Price rises might have put Burgundy’s top crus out of reach, but the region’s lesser lights now offer a realistic alternative to the on-trade
Tasting Burgundy en primeur, early January in London is my favourite trade occasion. A truer assessment of the wines can be made in-situ straight from barrel, but I love how a significant proportion of the region’s producers decamp to London when the wines would sell with ease, without any tasting. It feels like the producers are doing us a favour, bringing some vinous joy to liven up a dreary month.
It is impossible to talk about Burgundy’s wines without debating price. Rises have been steep and wines we sold for years at Tate became irrelevant to us within a few vintages as their new ‘normal’ price was found.
But I don’t begrudge growers the increases, nor do I agree that alienating existing customers is bad for business. There seem to be plenty of people willing to pay £1,000 a case for top Burgundy, so why charge £400 to keep old customers happy and then watch someone else make money on your wine in the secondary market?
That’s not to say that the inaccessibility caused by higher prices won’t have an effect. I’m lucky to have drunk (very different from tasting) plenty of great bottles from the region’s best producers and vineyards. It’s sad that the younger generation entering the industry are unlikely to drink these wines regularly.
They’re not only missing out on the pleasure they give, but these wines are also a benchmark for their palates, demonstrating how profound Pinot and Chardonnay can be in Burgundy.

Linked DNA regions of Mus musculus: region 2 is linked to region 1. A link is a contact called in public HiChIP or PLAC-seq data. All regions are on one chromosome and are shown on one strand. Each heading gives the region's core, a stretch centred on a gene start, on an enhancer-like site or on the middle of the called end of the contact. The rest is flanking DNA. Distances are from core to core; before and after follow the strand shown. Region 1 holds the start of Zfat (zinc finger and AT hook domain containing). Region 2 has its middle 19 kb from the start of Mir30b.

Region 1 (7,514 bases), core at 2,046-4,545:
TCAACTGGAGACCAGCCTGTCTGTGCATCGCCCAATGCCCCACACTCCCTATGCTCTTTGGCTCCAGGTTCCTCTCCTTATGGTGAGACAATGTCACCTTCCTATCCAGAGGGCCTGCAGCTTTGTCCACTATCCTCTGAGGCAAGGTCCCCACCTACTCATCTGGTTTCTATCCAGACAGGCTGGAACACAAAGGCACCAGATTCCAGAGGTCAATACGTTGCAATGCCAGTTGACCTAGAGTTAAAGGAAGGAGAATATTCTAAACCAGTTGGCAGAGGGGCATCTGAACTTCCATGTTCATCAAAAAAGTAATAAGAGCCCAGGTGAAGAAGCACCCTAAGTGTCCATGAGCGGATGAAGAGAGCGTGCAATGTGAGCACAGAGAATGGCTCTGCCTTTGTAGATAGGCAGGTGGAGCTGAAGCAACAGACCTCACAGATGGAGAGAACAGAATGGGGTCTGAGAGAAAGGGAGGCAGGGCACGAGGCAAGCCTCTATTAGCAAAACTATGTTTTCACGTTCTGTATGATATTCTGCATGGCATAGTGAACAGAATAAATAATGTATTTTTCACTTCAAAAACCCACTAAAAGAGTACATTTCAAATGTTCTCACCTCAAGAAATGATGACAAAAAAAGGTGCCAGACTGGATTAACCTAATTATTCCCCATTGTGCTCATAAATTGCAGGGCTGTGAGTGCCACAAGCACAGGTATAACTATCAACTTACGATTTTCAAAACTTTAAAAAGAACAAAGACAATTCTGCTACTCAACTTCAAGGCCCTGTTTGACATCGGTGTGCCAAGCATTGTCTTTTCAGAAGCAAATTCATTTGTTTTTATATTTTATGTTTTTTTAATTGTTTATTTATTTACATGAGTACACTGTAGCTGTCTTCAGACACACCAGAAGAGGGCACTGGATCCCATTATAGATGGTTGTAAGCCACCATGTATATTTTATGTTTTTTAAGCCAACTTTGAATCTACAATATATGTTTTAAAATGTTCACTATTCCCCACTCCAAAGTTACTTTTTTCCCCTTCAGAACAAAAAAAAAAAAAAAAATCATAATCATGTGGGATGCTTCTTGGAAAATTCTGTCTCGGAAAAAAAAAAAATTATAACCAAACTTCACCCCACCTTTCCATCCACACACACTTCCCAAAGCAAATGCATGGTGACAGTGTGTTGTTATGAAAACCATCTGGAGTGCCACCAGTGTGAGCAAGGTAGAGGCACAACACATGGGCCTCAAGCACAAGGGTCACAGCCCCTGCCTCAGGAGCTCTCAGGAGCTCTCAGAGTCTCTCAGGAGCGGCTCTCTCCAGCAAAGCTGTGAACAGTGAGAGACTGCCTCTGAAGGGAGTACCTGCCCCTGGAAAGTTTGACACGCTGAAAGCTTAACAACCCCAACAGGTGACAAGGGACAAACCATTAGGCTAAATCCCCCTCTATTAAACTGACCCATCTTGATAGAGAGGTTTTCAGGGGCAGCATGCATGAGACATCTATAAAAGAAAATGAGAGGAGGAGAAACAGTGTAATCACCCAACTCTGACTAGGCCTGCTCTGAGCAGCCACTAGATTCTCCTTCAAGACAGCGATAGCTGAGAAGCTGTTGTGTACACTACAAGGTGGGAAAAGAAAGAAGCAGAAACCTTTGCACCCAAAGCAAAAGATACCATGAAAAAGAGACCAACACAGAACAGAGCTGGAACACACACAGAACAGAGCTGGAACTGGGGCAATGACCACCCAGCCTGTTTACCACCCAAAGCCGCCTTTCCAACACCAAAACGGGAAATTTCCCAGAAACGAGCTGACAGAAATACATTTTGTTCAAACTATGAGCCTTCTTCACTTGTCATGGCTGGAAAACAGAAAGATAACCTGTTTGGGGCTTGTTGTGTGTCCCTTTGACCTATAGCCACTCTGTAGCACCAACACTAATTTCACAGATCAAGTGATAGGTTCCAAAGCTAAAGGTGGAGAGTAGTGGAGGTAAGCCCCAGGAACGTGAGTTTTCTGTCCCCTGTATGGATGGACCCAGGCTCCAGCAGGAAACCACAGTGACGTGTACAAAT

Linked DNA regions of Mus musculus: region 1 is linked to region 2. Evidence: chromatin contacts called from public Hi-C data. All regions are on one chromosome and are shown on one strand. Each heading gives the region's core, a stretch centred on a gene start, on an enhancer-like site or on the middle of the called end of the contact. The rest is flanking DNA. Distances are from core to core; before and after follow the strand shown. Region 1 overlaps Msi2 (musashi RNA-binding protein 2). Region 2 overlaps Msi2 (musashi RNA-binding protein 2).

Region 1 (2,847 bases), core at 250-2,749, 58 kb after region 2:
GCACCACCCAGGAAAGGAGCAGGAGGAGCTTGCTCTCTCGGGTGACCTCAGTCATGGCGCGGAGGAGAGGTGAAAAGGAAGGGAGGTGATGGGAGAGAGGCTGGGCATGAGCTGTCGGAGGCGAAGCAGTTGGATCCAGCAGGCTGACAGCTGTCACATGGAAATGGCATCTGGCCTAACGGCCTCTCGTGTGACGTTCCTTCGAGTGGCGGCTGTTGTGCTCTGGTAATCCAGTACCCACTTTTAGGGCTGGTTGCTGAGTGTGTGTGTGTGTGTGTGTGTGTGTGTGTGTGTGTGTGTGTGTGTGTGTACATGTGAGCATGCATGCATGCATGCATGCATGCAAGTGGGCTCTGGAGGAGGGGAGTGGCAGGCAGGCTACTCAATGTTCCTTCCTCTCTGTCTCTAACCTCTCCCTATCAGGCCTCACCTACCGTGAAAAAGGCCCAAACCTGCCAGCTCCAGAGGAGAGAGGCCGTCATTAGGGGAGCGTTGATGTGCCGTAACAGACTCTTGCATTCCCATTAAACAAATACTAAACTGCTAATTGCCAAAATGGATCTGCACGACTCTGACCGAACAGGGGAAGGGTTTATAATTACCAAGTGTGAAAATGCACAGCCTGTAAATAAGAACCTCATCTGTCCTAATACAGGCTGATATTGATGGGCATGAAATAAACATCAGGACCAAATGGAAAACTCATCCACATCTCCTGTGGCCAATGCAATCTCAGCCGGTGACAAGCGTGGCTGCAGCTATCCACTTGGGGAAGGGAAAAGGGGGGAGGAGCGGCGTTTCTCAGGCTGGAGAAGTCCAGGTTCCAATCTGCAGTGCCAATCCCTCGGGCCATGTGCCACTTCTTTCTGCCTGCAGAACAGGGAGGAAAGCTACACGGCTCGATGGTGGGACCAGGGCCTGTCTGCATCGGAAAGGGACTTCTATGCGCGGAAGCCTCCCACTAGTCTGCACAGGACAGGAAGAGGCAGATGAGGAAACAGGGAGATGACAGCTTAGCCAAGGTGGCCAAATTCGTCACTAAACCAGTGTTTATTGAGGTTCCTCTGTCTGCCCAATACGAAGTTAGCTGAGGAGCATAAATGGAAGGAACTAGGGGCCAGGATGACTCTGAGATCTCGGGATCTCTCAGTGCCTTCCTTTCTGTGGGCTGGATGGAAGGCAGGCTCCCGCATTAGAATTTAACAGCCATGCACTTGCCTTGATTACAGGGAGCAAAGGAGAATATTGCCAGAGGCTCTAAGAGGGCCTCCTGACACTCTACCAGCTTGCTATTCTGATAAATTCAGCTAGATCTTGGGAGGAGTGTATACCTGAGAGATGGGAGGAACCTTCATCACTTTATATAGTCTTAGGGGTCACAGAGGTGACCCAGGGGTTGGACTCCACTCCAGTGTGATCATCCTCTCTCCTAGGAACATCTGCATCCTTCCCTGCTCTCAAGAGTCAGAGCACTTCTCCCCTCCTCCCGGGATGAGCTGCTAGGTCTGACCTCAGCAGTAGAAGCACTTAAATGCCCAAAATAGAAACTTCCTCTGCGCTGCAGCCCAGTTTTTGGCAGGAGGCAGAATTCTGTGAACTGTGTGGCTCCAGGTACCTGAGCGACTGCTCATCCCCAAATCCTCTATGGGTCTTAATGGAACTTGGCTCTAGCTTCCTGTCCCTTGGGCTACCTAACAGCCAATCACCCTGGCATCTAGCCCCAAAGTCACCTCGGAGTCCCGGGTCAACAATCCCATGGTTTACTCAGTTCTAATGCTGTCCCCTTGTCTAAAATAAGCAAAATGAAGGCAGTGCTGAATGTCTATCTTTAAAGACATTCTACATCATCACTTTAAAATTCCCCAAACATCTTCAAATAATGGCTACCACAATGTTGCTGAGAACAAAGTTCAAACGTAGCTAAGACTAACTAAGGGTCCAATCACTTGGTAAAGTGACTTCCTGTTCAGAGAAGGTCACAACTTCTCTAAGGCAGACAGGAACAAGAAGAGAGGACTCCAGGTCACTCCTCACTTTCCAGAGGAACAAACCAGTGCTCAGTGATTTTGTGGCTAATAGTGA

Anyone who has the patience to hold onto any Burgundy will be making a wise cellaring decision
The upside of price increases has been the rise in quality across the whole region. Higher prices have enabled growers in less glamourous villages to invest confidently, knowing that the quality of their wines will be rewarded with a commensurate price.
Premier Cru Gevrey-Chambertin at £100 a bottle in bond might give the impression of a region pricing itself into inaccessibility, but there is now affordable brilliance in Fixin, Marsannay, Santenay and beyond.
It will be interesting to hear how 2017 performed. It is an excellent vintage, prices have remained stable and volumes are more abundant compared to recent years. The whites follow on from the 2014s in their potential, helping re-establish white Burgundy as a wine for the cellar and countering the damage done by premature oxidation in older bottles that are still on the market. The reds are mid-weight, delicious and seem unlikely to close up. Perhaps with an eye on the much more concentrated 2018s, they have been damned with the faint praise of being good for restaurants – which they will be. But anyone who has the patience to hold onto a 2017 Burgundy will be making a wise cellaring decision.
Burgundy is a fascinating region that is evolving in response to demand – I am already looking forward to what it has to offer in January 2019.